Water on the cards
For the first time in the state, a municipal body in Sehore, 40 km from Bhopal, is all set to issue water cards to residents to ensure rationing and equitable distribution of the precious liquid, reports Anil Dubey.bhopal Updated: Jun 02, 2009 00:52 IST
It’s an attempt to prevent musclemen from taking the lion’s share of water supplied through tankers in parched Madhya Pradesh.
For the first time in the state, a municipal body in Sehore, 40 km from Bhopal, is all set to issue water cards to residents to ensure rationing and equitable distribution of the precious liquid.
Sehore gets municipal water once in four days while 80 other towns in the state are better off — they get it once in more than two days.
“We are going to issue water cards to residents soon. Each citizen will get 50 litres of water per day on the basis of this card. At present, Sehore gets only half of the required 48 lakh litres of water per day,” said D.S. Parihar, chief municipal officer of Sehore Municipality.
The situation in Sehore town is getting worse by the day. The Kahri pond, from where the municipality draws water, has only a week’s reserves left.
The authorities have, however, acquired almost all the tube-wells within a 10-kilometre radius of the town. In addition to this, water is being provided through about 50 tube-wells owned by the municipality.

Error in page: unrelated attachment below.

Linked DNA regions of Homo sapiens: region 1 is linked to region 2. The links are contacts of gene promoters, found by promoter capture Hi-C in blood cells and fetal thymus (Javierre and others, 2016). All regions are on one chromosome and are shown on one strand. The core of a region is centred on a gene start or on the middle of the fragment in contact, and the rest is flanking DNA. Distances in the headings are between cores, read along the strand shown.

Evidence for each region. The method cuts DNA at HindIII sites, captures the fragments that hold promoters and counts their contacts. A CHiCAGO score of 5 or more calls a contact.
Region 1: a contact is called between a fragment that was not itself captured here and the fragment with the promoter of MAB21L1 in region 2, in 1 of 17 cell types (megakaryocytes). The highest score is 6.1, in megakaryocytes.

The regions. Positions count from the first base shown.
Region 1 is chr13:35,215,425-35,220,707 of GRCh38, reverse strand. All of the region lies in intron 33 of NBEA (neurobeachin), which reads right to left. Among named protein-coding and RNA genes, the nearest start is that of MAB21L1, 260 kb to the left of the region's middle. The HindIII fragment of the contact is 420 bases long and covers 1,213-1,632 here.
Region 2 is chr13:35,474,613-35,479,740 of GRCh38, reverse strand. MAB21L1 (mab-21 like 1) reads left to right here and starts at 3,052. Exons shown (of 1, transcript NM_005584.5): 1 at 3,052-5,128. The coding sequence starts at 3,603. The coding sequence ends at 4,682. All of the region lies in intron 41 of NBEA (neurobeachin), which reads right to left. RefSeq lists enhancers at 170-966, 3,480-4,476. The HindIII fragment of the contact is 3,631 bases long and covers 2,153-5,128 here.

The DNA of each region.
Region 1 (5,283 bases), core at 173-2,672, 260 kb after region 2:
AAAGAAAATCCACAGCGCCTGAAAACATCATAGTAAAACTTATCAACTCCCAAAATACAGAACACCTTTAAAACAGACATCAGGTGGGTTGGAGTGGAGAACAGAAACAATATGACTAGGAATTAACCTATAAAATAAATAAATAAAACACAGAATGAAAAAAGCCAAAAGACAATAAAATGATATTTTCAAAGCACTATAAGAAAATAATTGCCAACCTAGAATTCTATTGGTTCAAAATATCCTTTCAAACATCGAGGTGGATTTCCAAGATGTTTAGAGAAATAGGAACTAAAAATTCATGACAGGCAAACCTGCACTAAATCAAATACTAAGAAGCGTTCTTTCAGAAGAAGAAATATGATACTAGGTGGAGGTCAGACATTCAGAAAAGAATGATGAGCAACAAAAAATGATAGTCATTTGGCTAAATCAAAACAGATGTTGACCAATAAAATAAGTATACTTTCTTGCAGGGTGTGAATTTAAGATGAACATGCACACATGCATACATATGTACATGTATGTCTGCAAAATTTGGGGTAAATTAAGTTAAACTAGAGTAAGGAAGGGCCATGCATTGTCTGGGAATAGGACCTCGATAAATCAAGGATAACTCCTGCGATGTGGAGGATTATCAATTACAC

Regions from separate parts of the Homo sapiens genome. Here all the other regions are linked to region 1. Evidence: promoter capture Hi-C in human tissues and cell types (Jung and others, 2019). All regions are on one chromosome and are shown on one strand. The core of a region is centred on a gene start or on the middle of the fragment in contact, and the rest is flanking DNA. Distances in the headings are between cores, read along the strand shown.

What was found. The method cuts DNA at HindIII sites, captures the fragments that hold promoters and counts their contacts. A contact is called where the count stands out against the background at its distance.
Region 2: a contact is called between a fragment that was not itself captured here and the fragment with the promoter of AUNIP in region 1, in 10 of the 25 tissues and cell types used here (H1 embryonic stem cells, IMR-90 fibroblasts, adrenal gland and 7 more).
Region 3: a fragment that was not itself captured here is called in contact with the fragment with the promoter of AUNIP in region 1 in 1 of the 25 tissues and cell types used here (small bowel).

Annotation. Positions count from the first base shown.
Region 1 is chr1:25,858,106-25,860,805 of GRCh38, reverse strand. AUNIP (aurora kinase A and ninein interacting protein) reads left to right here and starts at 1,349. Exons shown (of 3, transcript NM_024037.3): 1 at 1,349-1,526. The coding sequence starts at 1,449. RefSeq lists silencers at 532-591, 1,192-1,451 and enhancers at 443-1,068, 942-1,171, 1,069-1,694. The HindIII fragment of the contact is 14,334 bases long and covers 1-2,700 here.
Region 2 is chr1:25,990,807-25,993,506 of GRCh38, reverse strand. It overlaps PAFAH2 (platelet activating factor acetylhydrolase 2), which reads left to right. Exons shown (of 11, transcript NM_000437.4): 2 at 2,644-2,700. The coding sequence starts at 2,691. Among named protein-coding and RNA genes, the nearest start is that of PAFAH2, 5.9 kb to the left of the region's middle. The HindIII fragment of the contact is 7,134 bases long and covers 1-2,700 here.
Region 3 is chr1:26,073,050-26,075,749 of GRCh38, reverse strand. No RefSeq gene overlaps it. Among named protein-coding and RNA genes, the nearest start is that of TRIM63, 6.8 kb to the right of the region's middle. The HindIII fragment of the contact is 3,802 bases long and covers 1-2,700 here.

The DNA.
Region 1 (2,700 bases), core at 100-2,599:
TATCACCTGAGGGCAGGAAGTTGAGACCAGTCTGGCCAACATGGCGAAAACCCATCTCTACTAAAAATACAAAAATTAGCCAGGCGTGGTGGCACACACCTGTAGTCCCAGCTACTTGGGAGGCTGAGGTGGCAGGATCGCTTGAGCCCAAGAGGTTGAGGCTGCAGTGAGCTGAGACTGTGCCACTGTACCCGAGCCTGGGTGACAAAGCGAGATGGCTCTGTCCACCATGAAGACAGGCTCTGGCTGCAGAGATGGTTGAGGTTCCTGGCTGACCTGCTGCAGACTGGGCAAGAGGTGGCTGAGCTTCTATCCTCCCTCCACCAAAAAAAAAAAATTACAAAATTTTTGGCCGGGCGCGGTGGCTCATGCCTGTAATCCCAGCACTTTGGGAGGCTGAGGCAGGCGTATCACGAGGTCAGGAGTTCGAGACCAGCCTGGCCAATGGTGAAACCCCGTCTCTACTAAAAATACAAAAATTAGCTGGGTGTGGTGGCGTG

Though the entire state is facing an acute water crisis, towns in Indore, Ujjain, Bhopal and Sagar divisions are the worst affected. Authorities in the industrial town of Dewas, 150 km from Bhopal, have imposed preventive measures under Section 144 of the Criminal Procedure Code around the 122-km-long water supply pipelines to protect them from any deliberate damage. Water is supplied once a week in Dewas and the adjoining town of Ujjain.
With taps running dry in many towns, about 45 cases of violence — including seven murders — related to water feuds have been reported at various police stations in the state. About a fortnight ago, three members of a family were killed over a fight for water in the state capital.
According to officials of the state’s Urban Administration and Development Department, supply depends on the availability of water in certain towns. So, there is no timetable of water supply at such places.
However, the department claimed that 91 local bodies of the state are providing water on alternate days and 31 towns get water once in more than three days.